Death is a subject most of us tend to avoid. In particular, thinking about our own death or the death of loved ones. But as most of us know, death is a reality of life and it touches us all at some point. In this episode we tackle this topic with Dr. Mallory McDuff a professor of environmental studies and author of Our Last Best Act; Planning for the end of our lives to protect people and places we love. We explore how kindness and compassion can be practiced even in death and with our end of life issues.
Meet Mallory McDuff
Mallory McDuff teaches environmental education at Warren Wilson College where she lives on campus with her two daughters. She’s the author of four books, including her most recent: Our Last Best Act: Planning for the End of Our Lives to Protect the People and Places We Love. Her essays have appeared in the New York Times, Washington Post, WIRED, and more. Find her at: mallorymcduff.com
Kindness and Compassion When Death Comes
For the average person, thinking about death is difficult. It is one of those topics that is considered morbid and somewhat taboo. But the reality is that it is something we all will be confronted with at some point in our lives. Either the death of loved ones or even our own impending deaths. So where does kindness and compassion come into this?
Some of the most significant times of transition for anyone is when we lose those that are close to us. The death of parents and family members is part of the natural order of life. And there are those times when death comes tragically or in an untimely manner. Nonetheless, to be with someone at the time of their death is truly a sacred space and one of the greatest’s acts of kindness and compassion.
And throughout these last few years through the COVID pandemic, there have been so many untimely deaths. There have been so many stories of medical workers and strangers holding hands and simply being with people as they pass from this world. It is a true act of kindness and compassion.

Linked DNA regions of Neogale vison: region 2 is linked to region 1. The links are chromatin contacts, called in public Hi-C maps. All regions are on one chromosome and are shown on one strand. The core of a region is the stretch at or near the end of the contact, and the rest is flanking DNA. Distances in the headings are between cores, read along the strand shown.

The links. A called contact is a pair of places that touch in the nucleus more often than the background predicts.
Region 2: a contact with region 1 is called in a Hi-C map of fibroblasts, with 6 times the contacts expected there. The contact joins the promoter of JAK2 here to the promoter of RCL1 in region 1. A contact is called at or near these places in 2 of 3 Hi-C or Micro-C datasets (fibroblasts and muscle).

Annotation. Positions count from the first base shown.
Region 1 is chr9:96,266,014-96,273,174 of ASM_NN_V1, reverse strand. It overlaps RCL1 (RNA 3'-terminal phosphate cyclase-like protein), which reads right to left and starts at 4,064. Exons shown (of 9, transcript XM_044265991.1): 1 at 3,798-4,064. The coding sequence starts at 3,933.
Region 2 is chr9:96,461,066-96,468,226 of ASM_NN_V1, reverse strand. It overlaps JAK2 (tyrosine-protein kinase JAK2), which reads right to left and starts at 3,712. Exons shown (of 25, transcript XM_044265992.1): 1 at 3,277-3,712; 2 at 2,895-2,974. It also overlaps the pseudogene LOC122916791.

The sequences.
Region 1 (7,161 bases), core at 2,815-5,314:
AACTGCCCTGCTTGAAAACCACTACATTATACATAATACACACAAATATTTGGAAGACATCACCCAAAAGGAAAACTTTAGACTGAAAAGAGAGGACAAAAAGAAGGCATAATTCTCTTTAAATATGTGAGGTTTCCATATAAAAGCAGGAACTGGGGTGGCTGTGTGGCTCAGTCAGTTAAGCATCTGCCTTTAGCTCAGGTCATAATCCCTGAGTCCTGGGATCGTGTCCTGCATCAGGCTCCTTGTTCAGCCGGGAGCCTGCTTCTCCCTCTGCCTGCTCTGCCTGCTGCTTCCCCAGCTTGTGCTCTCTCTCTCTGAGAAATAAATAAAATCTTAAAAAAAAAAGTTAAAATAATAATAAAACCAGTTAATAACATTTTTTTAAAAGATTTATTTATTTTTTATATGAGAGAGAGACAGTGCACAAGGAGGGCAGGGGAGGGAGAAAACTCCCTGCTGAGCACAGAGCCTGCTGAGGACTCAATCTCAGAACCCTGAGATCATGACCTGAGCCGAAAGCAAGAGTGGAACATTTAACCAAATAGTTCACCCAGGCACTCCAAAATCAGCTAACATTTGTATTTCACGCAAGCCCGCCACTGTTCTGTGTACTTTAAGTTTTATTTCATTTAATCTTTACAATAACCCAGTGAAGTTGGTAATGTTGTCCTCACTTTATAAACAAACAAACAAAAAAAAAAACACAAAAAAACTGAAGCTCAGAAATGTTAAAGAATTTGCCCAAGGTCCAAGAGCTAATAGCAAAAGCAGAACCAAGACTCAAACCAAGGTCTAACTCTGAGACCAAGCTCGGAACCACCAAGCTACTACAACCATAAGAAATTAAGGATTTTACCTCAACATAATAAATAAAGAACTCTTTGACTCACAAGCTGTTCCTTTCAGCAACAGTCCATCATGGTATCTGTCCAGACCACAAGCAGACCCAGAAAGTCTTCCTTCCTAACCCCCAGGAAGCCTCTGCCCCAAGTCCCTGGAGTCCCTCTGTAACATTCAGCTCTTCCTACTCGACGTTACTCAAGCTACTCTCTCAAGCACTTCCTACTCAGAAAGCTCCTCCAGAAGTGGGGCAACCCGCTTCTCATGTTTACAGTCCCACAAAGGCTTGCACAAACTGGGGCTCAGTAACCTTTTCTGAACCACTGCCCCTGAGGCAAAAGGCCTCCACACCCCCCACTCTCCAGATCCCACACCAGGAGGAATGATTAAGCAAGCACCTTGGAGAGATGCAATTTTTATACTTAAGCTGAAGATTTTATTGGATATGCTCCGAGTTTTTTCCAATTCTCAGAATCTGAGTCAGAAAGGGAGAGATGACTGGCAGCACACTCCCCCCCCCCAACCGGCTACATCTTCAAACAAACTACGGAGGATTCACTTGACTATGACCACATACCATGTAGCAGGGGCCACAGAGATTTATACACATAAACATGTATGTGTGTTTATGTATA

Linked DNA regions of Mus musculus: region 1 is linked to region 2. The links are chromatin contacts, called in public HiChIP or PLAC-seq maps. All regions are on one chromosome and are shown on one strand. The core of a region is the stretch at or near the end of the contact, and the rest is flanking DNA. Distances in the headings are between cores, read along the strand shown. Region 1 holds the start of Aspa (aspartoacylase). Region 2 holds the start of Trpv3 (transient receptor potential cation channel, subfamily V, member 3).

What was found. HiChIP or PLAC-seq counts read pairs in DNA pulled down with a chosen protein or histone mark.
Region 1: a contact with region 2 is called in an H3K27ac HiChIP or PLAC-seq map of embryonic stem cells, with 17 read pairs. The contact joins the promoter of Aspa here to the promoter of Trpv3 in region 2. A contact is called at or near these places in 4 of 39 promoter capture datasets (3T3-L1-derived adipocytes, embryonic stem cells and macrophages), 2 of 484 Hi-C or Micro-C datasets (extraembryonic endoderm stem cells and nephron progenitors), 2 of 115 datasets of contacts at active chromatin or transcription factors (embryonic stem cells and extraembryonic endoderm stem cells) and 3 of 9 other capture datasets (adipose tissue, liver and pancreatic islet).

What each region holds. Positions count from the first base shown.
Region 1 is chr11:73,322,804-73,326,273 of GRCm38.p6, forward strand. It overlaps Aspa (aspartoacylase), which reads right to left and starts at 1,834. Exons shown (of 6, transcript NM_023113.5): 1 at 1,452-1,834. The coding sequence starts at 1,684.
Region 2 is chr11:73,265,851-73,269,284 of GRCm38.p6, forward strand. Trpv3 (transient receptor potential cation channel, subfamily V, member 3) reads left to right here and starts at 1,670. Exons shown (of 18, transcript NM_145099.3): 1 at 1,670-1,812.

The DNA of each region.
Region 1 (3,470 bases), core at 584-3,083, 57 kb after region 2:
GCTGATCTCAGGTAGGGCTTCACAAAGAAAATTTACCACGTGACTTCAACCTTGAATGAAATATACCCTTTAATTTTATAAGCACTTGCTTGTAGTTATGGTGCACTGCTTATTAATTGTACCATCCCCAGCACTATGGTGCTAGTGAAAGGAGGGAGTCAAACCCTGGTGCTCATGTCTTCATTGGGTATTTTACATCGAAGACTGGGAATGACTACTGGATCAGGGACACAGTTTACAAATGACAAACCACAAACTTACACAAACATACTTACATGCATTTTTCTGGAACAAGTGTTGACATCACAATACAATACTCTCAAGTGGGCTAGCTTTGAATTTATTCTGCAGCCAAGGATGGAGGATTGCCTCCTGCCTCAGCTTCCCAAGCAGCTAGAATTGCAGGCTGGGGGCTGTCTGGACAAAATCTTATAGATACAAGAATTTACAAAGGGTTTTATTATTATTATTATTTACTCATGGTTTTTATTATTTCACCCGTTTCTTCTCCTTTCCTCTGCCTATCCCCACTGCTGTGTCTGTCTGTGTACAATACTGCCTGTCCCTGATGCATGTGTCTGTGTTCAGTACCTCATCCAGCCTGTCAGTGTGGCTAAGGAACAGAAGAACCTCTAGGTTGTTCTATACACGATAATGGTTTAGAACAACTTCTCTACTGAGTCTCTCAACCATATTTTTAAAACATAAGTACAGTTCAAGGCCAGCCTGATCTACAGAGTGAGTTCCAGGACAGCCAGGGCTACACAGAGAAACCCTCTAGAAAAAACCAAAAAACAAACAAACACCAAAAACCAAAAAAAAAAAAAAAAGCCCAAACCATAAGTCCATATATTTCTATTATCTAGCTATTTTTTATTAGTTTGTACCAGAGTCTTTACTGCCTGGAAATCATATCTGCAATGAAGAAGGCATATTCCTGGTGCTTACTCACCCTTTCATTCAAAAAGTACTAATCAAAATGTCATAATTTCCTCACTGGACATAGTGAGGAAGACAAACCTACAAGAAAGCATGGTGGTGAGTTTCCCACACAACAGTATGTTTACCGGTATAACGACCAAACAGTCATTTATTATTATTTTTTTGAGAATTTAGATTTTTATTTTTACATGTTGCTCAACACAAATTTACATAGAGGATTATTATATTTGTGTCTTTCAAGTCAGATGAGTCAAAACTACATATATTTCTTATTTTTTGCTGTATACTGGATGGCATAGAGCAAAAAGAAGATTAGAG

Why We Need Rituals Around Death
One of the reasons that death is such a difficult topic is because of the emotional impact of grief. Grief is one of the most, if not the most, painful of life experiences and emotions. Anytime we experience a loss, we experience grief.
In this conversation with Mallory, we touch on how our final acts with people who have died becomes part of the kindness and compassion we not only offer to the person who has died, but becomes an act of kindness and compassion in our own grief.
Throughout history we have known the power of funerals and memorial services. It is one of the necessary things we need to heal in our grief. We see it all the time when people die. It is our go-to. Rituals and ceremonies around death also give closure and resolution.
But our traditions are changing. As we have become more aware of environmental issues and the need for sustainability, the way we care for the dead and what is done with the body is changing. We are truly getting back to the basics and becoming much more practical in our rituals and customs.
Our Last Best Act
In this episode, Mallory shares some of her family story and about the loss of her parents, who both died tragically. Her mother died in an automobile accident involving a teen driver under the influence of alcohol. And then her father died two years later, much the same manner being hit by another teen driver while riding his bike.
Mallory shares how following her mother’s death her father sat the family down to go over his final wishes. And part of his wishes were to somewhat break from the tradition of using a funeral home, by having the family prepare his body and do the burial themselves. His wishes were for him to not be embalmed and just simply wrapped in some linen tablecloths and placed in a homemade pine casket.
“In some weird way, this was like an act of kindness from my dad to us…”
Mallory shares how helping prepare her dad’s body for burial was in many ways, even though she did realize it at the time, an act of kindness from her dad. Her dad was very much an environmentalist and his final wishes were very much befitting of him. Needless to say, this life experience had an impact for Mallory and was really the catalyst for her book.
Alternative Options For Burial and Cremation
As an environmental educator, Mallory began to research and explore more sustainable and environmentally friendly options for final disposition of our bodies. She wanted to find what options people could use to help sustain the environment and be more climate aware around death and burial options.
Traditional earth burials in perpetual care cemeteries, vaults or concrete containers are used to place the casket in. And a big majority of caskets are made of metal. And in addition to this, most bodies are embalmed with chemicals to slow down the decomposition process. Needless to say, all of this is not all that environmentally friendly. And with cremation, there are the greenhouse gasses that are produced during the cremation process.
The alternative to this is simply burying the body directly in the ground in biodegradable materials (aka, pine box or wrapped in blankets or cloth). Another alternative is “aquamation” which uses water and alkaline to break the body down into a powder. These two options are becoming more and more prevalent around the country.